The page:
Welding Training


Class Information
Tooling U-SME classes are offered at the beginner, intermediate, and advanced levels. The typical class consists of 12 to 25 lessons and will take approximately one hour to complete.
Class Name:SMAW Applications 210
Description:This class describes the SMAW process and the variables that affect electrode selection, electrical variables, and methods for starting and extinguishing the arc. Includes an Interactive Lab.
Prerequisites: 650110  650115  650130  650140 
Difficulty:Intermediate
Number of Lessons:18
Language:English, Spanish, Chinese
 
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Class Outline
  • Objectives
  • What Is SMAW?
  • Pros and Cons of SMAW
  • Metals Welded with SMAW
  • SMAW Electrical Components
  • SMAW Electrode Materials
  • Types of SMAW Electrodes
  • SMAW Electrode Classification
  • DC or AC Selection
  • Amperage
  • Voltage
  • SMAW Joint Preparation
  • Starting the Arc
  • Breaking and Re-Starting the Arc
  • SMAW Electrode Orientation
  • SMAW Travel Speed
  • Running a SMAW Bead
  • Summary
  
Class Objectives
  • Define SMAW.
  • Distinguish SMAW from other welding processes.
  • Contrast common metals welded with SMAW.
  • Explain characteristics of common SMAW electrical components.
  • Identify common SMAW electrode materials.
  • Distinguish between the types of SMAW electrodes.
  • Explain how electrodes are classified.
  • Distinguish between using AC and DC for SMAW.
  • Describe the factors that affect amperage selection for SMAW.
  • Describe the factors that affect voltage for SMAW.
  • Describe common methods for preparing a joint for SMAW.
  • Explain techniques for starting the arc with SMAW.
  • Explain common techniques for breaking and re-starting the arc with SMAW.
  • Distinguish between the methods of electrode orientation.
  • Explain the effects of travel speed on the SMAW process.
  • Explain how to run a weld bead.

Class Vocabulary

Vocabulary TermDefinition
alloy A metal consisting of a mixture of two or more materials. One of these materials must be a metal.
alternating current Current that regularly reverses the direction of its flow. It is best to use AC for SMAW when welding larger workpieces with larger electrodes.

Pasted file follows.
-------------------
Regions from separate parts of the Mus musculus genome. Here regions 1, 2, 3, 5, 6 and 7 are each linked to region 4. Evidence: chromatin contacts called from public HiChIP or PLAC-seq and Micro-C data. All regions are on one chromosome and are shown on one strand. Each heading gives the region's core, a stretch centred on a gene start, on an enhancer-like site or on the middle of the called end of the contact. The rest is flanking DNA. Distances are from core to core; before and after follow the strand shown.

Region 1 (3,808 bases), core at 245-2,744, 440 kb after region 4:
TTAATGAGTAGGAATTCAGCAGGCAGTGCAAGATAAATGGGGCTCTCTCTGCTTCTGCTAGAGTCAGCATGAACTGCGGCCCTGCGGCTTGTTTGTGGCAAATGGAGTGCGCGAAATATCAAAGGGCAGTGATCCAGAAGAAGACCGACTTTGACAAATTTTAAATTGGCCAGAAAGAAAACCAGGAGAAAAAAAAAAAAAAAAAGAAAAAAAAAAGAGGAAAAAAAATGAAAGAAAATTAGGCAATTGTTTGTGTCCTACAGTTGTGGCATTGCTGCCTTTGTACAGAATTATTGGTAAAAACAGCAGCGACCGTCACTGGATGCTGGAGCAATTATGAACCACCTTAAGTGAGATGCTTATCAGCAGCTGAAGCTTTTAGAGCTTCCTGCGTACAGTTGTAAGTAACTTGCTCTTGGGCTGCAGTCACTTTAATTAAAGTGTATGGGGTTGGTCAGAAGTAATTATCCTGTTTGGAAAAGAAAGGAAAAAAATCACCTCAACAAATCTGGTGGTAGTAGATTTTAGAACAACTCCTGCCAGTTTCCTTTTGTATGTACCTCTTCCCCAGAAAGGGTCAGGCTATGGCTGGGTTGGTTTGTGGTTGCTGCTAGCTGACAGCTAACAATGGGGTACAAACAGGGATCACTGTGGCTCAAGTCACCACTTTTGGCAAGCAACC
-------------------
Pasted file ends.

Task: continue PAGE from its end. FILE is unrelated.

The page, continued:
aluminum A silvery white metal that is soft, light, and an effective conductor.
amperage The amount of current flowing in a circuit. SMAW uses 10 to 500 amps.
arc blow A condition that occurs when the arc does not follow its intended path from the electrode to the workpiece. Arc blow can cause undesirable weld beads.
arc length The distance from the electrode to the workpiece in an arc welding application.
arc voltage The amount of voltage present between the electrode and the workpiece. For SMAW, arc voltage ranges from 17 to 45 volts.
backhand technique Moving the electrode along the workpiece opposite the direction of welding.
calcium A nonmetallic material that is often present in the powdered coating of a SMAW electrode. Calcium floats to the top of the molten weld puddle and forms slag.
carbon A common, nonmetallic element found in all types of steel. Carbon is the main hardening element in steel.
cast iron A metal consisting of iron, over 2.11% carbon, and 1 to 3% silicon. Cast irons normally contain trace amounts of other elements.
chipping hammer The hammer used to scrape slag from a cooled weld bead. The chipping hammer is also sometimes called a scaling hammer.
circuit A controlled path in which electricity can flow. SMAW, like all arc welding processes, requires a closed circuit.
conductor A material that allows for the easy flow of electricity. The components in the SMAW circuit must be good conductors.
constant current Welding using a current that varies slightly with changes in voltage. SMAW applications use constant current welders.
consumable electrode An electrode that conducts electricity to the arc but also melts into the weld as a filler metal. SMAW consumable electrodes also provide shielding that protects the arc and weld puddle.
cracking Cracks in the weld bead or base metal. Cracking can be the result of using excessive amperage with larger electrodes.
crater A recess in the weld bead. A crater can cause cracking if it is not properly filled.